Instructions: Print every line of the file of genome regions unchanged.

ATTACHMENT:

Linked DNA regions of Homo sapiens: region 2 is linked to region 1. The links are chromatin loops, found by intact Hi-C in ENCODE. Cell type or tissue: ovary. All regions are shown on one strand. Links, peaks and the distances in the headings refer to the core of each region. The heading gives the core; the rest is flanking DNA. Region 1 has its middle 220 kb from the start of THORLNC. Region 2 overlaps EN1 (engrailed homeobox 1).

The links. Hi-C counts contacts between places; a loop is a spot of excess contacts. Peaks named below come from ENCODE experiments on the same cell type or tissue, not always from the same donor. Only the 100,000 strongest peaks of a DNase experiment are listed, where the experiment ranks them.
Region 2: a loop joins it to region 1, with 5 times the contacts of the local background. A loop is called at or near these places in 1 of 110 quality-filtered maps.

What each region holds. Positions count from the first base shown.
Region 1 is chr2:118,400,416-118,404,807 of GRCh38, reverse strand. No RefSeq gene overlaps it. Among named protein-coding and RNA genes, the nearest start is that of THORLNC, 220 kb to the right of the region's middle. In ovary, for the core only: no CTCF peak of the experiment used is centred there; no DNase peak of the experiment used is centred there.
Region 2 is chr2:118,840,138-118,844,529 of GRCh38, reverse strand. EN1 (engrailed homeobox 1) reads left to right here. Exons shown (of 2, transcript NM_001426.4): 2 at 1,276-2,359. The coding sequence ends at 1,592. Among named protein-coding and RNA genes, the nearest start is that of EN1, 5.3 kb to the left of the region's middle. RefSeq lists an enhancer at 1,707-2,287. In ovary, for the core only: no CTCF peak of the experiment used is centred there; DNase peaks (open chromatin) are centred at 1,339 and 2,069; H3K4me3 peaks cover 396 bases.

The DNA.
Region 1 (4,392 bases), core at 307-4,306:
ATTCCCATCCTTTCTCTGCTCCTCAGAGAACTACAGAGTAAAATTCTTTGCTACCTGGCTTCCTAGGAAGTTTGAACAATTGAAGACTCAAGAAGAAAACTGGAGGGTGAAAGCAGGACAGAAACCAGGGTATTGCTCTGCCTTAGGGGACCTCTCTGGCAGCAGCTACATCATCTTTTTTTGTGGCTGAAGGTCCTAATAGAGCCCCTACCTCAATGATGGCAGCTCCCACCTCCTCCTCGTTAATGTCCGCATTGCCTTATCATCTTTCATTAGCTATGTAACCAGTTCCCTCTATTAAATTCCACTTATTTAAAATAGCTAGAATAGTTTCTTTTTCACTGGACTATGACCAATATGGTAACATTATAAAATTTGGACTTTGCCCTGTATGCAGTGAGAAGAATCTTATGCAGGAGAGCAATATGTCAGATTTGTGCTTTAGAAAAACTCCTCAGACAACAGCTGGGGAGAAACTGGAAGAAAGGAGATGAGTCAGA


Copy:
Linked DNA regions of Homo sapiens: region 2 is linked to region 1. The links are chromatin loops, found by intact Hi-C in ENCODE. Cell type or tissue: ovary. All regions are shown on one strand. Links, peaks and the distances in the headings refer to the core of each region. The heading gives the core; the rest is flanking DNA. Region 1 has its middle 220 kb from the start of THORLNC. Region 2 overlaps EN1 (engrailed homeobox 1).

The links. Hi-C counts contacts between places; a loop is a spot of excess contacts. Peaks named below come from ENCODE experiments on the same cell type or tissue, not always from the same donor. Only the 100,000 strongest peaks of a DNase experiment are listed, where the experiment ranks them.
Region 2: a loop joins it to region 1, with 5 times the contacts of the local background. A loop is called at or near these places in 1 of 110 quality-filtered maps.

What each region holds. Positions count from the first base shown.
Region 1 is chr2:118,400,416-118,404,807 of GRCh38, reverse strand. No RefSeq gene overlaps it. Among named protein-coding and RNA genes, the nearest start is that of THORLNC, 220 kb to the right of the region's middle. In ovary, for the core only: no CTCF peak of the experiment used is centred there; no DNase peak of the experiment used is centred there.
Region 2 is chr2:118,840,138-118,844,529 of GRCh38, reverse strand. EN1 (engrailed homeobox 1) reads left to right here. Exons shown (of 2, transcript NM_001426.4): 2 at 1,276-2,359. The coding sequence ends at 1,592. Among named protein-coding and RNA genes, the nearest start is that of EN1, 5.3 kb to the left of the region's middle. RefSeq lists an enhancer at 1,707-2,287. In ovary, for the core only: no CTCF peak of the experiment used is centred there; DNase peaks (open chromatin) are centred at 1,339 and 2,069; H3K4me3 peaks cover 396 bases.

The DNA.
Region 1 (4,392 bases), core at 307-4,306:
ATTCCCATCCTTTCTCTGCTCCTCAGAGAACTACAGAGTAAAATTCTTTGCTACCTGGCTTCCTAGGAAGTTTGAACAATTGAAGACTCAAGAAGAAAACTGGAGGGTGAAAGCAGGACAGAAACCAGGGTATTGCTCTGCCTTAGGGGACCTCTCTGGCAGCAGCTACATCATCTTTTTTTGTGGCTGAAGGTCCTAATAGAGCCCCTACCTCAATGATGGCAGCTCCCACCTCCTCCTCGTTAATGTCCGCATTGCCTTATCATCTTTCATTAGCTATGTAACCAGTTCCCTCTATTAAATTCCACTTATTTAAAATAGCTAGAATAGTTTCTTTTTCACTGGACTATGACCAATATGGTAACATTATAAAATTTGGACTTTGCCCTGTATGCAGTGAGAAGAATCTTATGCAGGAGAGCAATATGTCAGATTTGTGCTTTAGAAAAACTCCTCAGACAACAGCTGGGGAGAAACTGGAAGAAAGGAGATGAGTCAGA